1. There are also a lot of idol anime franchises now. Besides Love Live and UtaPri, there’s Ensemble Stars, Tsukipro, i7, and a few others that have gotten popular. Rejet’s Pythagoras Productions series actually has really good music, especially the songs with Toshiyuki Toyonaga’s character. He’s such a great singer (he sang the 4th Durarara!! opening, “Day You Laugh”). He’s in a few idol shows (and non-idol anime like Yuri On Ice, of course), but Lagrange Point’s music is just amazing.
    But yeah, male idol shows are super popular in Japan, but they haven’t caught on overseas yet…

    • It’s really a shame too. Some of the male idol shows are really entertaining.

  2. Nice article, good to see some insight on anime music!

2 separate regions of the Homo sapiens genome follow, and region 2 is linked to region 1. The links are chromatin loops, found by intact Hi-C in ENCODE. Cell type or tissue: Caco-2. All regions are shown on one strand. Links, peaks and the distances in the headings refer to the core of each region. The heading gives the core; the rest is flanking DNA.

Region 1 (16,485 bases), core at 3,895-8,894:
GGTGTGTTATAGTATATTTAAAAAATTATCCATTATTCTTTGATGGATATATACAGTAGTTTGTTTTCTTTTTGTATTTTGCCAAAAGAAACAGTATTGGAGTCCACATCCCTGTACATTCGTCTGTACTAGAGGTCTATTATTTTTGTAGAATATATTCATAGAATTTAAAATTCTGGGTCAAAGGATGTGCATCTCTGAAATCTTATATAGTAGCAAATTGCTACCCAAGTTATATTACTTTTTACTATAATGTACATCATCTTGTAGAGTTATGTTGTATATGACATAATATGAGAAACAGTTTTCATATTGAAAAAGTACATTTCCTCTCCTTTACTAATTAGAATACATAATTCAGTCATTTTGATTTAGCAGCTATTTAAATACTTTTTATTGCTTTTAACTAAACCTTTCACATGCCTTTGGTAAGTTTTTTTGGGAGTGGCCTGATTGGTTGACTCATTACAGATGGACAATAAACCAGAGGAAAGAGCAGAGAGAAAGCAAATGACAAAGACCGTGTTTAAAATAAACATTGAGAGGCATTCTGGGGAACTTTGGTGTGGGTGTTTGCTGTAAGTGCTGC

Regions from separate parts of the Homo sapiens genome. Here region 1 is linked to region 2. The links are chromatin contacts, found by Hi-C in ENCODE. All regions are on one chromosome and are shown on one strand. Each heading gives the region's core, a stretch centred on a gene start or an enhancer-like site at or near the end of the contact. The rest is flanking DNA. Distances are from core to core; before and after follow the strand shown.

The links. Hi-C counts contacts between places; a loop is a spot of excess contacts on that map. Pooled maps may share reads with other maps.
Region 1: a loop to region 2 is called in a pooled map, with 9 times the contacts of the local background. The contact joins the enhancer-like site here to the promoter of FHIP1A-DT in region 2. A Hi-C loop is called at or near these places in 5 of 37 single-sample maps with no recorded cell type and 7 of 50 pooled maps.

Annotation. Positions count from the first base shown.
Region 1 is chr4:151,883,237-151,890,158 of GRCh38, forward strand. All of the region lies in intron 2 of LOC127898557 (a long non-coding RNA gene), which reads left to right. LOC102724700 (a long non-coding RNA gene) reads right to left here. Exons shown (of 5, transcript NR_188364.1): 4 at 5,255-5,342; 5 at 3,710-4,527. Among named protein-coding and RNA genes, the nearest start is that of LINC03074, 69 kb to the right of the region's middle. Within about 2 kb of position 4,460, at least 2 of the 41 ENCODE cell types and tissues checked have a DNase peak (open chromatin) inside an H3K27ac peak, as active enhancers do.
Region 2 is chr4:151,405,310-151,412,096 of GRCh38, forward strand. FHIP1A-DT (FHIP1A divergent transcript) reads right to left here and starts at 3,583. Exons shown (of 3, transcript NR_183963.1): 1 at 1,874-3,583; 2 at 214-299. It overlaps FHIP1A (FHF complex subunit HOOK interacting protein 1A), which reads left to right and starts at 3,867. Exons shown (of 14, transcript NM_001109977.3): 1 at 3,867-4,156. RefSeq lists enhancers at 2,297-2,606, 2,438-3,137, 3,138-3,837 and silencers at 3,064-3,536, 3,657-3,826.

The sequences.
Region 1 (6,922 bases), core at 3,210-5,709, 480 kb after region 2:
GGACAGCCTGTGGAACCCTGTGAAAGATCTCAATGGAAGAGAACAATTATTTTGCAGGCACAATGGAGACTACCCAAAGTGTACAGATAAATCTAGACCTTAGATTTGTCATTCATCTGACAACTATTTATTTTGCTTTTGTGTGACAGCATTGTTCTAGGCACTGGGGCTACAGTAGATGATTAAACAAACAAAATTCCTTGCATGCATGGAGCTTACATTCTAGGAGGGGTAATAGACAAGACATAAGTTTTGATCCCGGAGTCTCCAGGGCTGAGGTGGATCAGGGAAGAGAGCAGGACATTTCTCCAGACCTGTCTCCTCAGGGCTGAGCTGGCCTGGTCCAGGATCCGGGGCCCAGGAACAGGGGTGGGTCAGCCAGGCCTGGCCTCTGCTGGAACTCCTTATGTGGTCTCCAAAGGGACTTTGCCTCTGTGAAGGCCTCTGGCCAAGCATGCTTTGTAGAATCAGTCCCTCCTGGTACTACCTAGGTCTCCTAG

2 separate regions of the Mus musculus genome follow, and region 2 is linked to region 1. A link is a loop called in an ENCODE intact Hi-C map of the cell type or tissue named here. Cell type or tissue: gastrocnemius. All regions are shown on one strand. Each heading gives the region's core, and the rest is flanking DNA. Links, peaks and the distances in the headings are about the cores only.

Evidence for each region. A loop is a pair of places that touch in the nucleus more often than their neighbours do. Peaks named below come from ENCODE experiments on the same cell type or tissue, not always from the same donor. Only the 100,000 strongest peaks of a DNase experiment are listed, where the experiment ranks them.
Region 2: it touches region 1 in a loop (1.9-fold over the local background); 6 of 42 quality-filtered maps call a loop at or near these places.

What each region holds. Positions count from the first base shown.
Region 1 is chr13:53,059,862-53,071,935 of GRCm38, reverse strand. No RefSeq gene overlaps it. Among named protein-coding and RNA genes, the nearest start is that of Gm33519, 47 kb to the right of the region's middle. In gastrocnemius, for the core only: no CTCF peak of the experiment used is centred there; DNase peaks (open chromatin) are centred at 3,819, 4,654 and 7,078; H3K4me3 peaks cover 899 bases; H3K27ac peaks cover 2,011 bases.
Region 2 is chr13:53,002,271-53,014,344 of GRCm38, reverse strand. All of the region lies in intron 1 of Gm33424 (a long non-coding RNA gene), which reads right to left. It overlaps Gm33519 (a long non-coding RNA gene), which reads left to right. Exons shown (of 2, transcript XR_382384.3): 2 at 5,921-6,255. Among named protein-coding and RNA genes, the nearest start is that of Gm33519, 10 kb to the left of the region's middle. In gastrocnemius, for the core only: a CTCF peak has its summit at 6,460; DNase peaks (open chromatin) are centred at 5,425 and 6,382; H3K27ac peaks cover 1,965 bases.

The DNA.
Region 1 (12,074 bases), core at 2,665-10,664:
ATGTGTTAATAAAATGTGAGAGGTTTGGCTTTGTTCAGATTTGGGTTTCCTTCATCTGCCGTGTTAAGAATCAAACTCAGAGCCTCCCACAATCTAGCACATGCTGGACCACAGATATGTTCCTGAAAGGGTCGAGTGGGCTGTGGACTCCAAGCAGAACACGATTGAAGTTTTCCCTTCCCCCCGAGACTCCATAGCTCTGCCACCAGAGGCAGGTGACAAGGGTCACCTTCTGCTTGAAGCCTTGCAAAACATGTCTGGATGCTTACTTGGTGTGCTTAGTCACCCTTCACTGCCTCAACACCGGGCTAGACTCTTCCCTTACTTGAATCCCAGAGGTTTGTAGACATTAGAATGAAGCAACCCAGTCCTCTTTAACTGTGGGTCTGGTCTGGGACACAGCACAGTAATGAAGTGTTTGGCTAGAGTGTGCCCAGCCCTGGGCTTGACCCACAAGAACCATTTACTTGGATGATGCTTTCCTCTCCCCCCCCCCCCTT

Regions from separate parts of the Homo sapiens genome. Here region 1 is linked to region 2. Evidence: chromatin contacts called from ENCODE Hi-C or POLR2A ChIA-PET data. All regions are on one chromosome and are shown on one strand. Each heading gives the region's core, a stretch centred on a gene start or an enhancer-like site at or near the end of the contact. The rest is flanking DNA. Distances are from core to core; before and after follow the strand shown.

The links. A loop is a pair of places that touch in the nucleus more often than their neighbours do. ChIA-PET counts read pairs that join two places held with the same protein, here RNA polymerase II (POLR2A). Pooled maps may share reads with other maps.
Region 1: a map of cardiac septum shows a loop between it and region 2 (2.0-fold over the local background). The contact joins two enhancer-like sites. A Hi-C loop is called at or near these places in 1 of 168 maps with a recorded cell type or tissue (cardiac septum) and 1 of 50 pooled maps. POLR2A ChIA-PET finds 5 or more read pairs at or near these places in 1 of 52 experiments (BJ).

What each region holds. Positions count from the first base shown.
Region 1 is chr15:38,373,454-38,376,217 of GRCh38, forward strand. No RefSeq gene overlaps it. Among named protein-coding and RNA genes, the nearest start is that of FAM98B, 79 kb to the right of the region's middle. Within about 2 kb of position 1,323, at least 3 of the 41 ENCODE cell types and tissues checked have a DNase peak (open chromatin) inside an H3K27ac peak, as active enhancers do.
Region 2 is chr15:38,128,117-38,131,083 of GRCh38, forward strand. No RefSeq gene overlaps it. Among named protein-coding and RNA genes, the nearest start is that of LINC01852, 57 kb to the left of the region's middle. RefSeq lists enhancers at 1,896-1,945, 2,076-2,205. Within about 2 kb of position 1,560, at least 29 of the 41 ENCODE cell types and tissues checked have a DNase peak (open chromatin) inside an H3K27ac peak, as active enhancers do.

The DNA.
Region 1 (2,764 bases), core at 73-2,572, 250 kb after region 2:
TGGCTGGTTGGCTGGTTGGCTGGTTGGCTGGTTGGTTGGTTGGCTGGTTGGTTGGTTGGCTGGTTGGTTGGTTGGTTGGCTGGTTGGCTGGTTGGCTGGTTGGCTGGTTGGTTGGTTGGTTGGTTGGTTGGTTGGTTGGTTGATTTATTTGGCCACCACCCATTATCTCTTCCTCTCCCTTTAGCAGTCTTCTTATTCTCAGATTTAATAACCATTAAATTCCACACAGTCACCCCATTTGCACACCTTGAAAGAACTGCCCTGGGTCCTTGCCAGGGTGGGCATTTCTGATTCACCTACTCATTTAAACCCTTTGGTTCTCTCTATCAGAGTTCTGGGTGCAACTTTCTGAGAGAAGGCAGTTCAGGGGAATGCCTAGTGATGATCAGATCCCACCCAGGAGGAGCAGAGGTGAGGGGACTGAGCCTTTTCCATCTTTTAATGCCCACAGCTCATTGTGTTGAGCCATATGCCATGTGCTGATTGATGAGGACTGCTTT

• Thank you!

  3. Good article on the growing japanese music industry.
    While I do like anime songs on OPs and EDs I tend to come off
    a little underwhelm, mainly because most of the songs have a
    pop or rock influence on them, which is not a bad thing but its
    so repetitive. I want to hear something like Shibuya-kei, which
    was somewhat popular in anime songs a decade ago.
    It’s not that I hate pop or rock influenced anime songs, its just
    that I find it overrated.

    • I totally understand that. Every season I’m lucky if I can find more than one song that will stick with me.